Education ministers throughout the country have decided to delay the full rollout of NAPLAN Online by a year following widespread technical glitches.
NSW, Victoria and Queensland have also agreed to conduct a breakaway review of NAPLAN to determine whether the contentious literacy and numeracy test is still fit for purpose and how it could be improved.
This development came after a national review was knocked back at a meeting of education ministers on Friday.
Federal Education Minister Dan Tehan said a full review of NAPLAN would be premature while two separate reviews into NAPLAN Online and the presentation of data on the MySchool website were taking place.
"Now is not the time to be undertaking a review of NAPLAN....let's get the transition to online done first," he said.
But NSW Education Minister Sarah Mitchell, who had put forward the proposal for a national review, arguing that the tests were flawed and should be revised or replaced, vowed to continue advocating for a change.
Ms Mitchell said it was time for governments to come together and accept the mounting evidence showing NAPLAN needs to be updated.
"The decision made at Education Council today not to support the proposal from NSW for a review of the test is disappointing, however this will not deter me in ensuring there is an appropriate diagnostic test in place for students, teachers and parents right across NSW," she said.
"NSW will work with other states including Victoria and Queensland to progress the review and bring recommendations back to the Council."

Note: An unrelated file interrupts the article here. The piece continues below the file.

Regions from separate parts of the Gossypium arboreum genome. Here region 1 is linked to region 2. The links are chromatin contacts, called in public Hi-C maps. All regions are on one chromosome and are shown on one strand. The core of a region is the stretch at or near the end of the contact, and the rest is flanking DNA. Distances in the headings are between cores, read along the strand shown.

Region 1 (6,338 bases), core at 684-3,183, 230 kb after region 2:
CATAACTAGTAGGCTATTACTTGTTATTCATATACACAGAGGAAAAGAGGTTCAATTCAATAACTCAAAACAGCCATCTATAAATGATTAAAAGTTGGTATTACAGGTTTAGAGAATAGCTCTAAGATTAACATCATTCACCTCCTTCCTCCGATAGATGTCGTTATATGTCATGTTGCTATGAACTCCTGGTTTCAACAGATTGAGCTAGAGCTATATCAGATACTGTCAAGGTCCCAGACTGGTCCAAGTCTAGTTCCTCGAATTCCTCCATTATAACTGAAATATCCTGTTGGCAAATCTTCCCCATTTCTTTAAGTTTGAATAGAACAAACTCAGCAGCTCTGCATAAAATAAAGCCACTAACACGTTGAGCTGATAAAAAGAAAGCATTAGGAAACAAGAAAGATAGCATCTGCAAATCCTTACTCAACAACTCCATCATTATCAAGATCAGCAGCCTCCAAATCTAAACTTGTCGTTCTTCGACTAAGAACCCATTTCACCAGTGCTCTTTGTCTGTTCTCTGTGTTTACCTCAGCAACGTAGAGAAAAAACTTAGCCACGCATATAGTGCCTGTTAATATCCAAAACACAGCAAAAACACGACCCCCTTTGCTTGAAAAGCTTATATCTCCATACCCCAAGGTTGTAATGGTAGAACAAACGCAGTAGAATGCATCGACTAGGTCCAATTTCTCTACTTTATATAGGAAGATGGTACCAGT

Ms Mitchell added that in 2019, a diagnostic test should be on demand, linked to the curriculum and focused on student growth.
The annual NAPLAN tests, which are sat by students in years 3, 5, 7 and 9 have been plagued by controversy since they were introduced more than 10 years ago.
Teachers, students and parents claim the assessments create unnecessary anxiety, extra work and drive unhealthy competition between schools.
In a in-house piece, NSW Teachers Federation president Maurie Mulheron wrote in support of Ms Mitchell's call for a national review of NAPLAN.
"It certainly is time for this flawed test to go. We could do so much better," he wrote.
"However, those vested and commercial interests that have been responsible for NAPLAN over the past decade must not be allowed any role in the development of any new sophisticated assessment tools.
"If assessment, including testing, is to serve the educational needs of children, it must be developed by teachers."